On March 24th, as part of their ‘Right Now’ season of documentaries, the Phoenix screened Brexitannia. On the same day, an anti-Brexit really, ‘Devon for Europe’, was taking place on the streets of Exeter town centre. In response, a number of pro-Brexit citizens took to the other side of the road in counter-protest, creating what can only be described as a striking tableau of a binary. The split of opinion manifested itself in a literal representation, two opposing sides divided by a road between them.

Fitting then that these two events should happen simultaneously, as that division is what lies at the very heart of Brexitannia. Timothy George Kelly’s impressively comprehensive and wide-reaching film is all about binaries and direct oppositions, right down to filming the whole piece in black and white. Even the structure of the film is split in two, between ‘The People’, and ‘The Experts’. From the opening shot of a map showing the percentages of ‘Remain’ and ‘Leave’ voters, there is a palpable sense of two distinct sides.

‘The People’ section, which makes up the majority of the piece, consists of a wide range of interviews from various citizens who voted or were affected by the vote. A minimalistic approach is taken throughout the interviews, often simply placing the speakers against a background that represents an aspect of contemporary British life affected by Brexit, such as fishing docks, a farm or a block of flats. The result is that we have an opportunity to hear unfiltered perspectives from the interviewees, letting them speak for themselves in raw and plain terms. This can be both emotional, as with an elderly man’s concession ‘Brexit doesn’t matter, because we’ve got nothing anyhow’, as well as deeply unsettling; the moment when a white man casually points at his arm and states ‘English is that colour’, before following it up with ‘I’m not racist by the way’, comes to mind.

“we have an opportunity to hear unfiltered perspectives from the interviewees, letting them speak for themselves in raw and plain terms”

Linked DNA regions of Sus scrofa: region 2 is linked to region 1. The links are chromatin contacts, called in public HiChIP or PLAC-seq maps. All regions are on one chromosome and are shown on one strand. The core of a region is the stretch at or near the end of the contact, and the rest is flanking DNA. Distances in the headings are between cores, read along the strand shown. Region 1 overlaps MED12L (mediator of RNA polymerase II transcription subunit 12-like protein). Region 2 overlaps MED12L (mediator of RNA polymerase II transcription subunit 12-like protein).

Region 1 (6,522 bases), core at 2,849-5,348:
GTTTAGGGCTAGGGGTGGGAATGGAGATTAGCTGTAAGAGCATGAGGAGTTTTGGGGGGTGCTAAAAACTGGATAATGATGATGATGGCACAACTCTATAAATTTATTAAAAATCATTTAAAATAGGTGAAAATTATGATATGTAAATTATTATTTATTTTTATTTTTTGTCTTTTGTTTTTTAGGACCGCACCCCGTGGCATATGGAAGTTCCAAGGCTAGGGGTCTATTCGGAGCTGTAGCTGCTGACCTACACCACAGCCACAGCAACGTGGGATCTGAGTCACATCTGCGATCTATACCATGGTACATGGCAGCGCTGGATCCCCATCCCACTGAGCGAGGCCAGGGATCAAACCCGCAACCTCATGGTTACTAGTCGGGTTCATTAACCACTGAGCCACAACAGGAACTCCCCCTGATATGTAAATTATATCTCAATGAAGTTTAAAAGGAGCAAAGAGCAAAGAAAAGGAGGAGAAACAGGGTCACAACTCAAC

However, what is most revealing during these snippets, is the uncertainty on both sides over the minutiae of the situation. There is a telling moment where one woman, when justifying her vote, discusses how she doesn’t know the specifics of the situation so can’t give a complete answer. This pattern of contradictions and confusion colours the monochrome palette of the film, as a collage of obfuscated information forms from the soundbites. Again, it becomes clear that the binaries of ‘left’ and ‘right’ wing, of ‘for’ and ‘against’, have blinded people to the intricacies of the situation, that there is no black and white solution as simple as choosing an all-encompassing side.

Though the film describes itself as ‘non-judgemental’, suggesting a totally objective viewpoint, it does veer into moments where very clear, critical points are made. There is no narration or dialogue that casts judgement, but the way Kelly uses the grammar of cinema to invite the audience to think about the way binaries affect our perspective, comes across as a criticism of our current approach to political and social discourse. Particularly, the way in which Kelly composes some of his edits seems to challenge the assumptions of the speakers head on, such as a moment complaining about ‘white people not being allowed to be racist’ is followed by a Muslim woman recounting racial abuse from a white person the day after the vote.

“A pattern of contradictions and confusion colours the monochrome palette of the film, as a collage of obfuscated information forms from the soundbites”

Most telling of all is Kelly’s use of the temporal aspect of cinema to convey this point. The second part of the film, entitled ‘The Experts’, featuring interviews with speakers such as Noam Chomsky, is only around 20 minutes in comparison to the hour of interviews for the first section. This seems to me a very cunning way of criticising the way information is distributed unfairly between the two ‘types’ of people the film covers. Whilst this closing section does start to give more clarity and more answers, it raises the prescient question of why these ideas and information are not more widely discussed amongst ‘The People’.

Brexitannia is a unique and subtly challenging look at not only what has happened to Britain following the Brexit vote, but the way in which we engage with each other, and the way in which factors like class and wealth can be used to generate fear and division. Though I have mentioned the film doesn’t feel entirely non-partisan at points, I mean this in no way as a criticism. The point it gestures towards is championing intelligent and compassionate dialogue, which, in a Britain as unsettled and fractured as the one it portrays, is precisely what is needed.

A Q&A with the film’s director, Timothy George Kelly, will be published next week.

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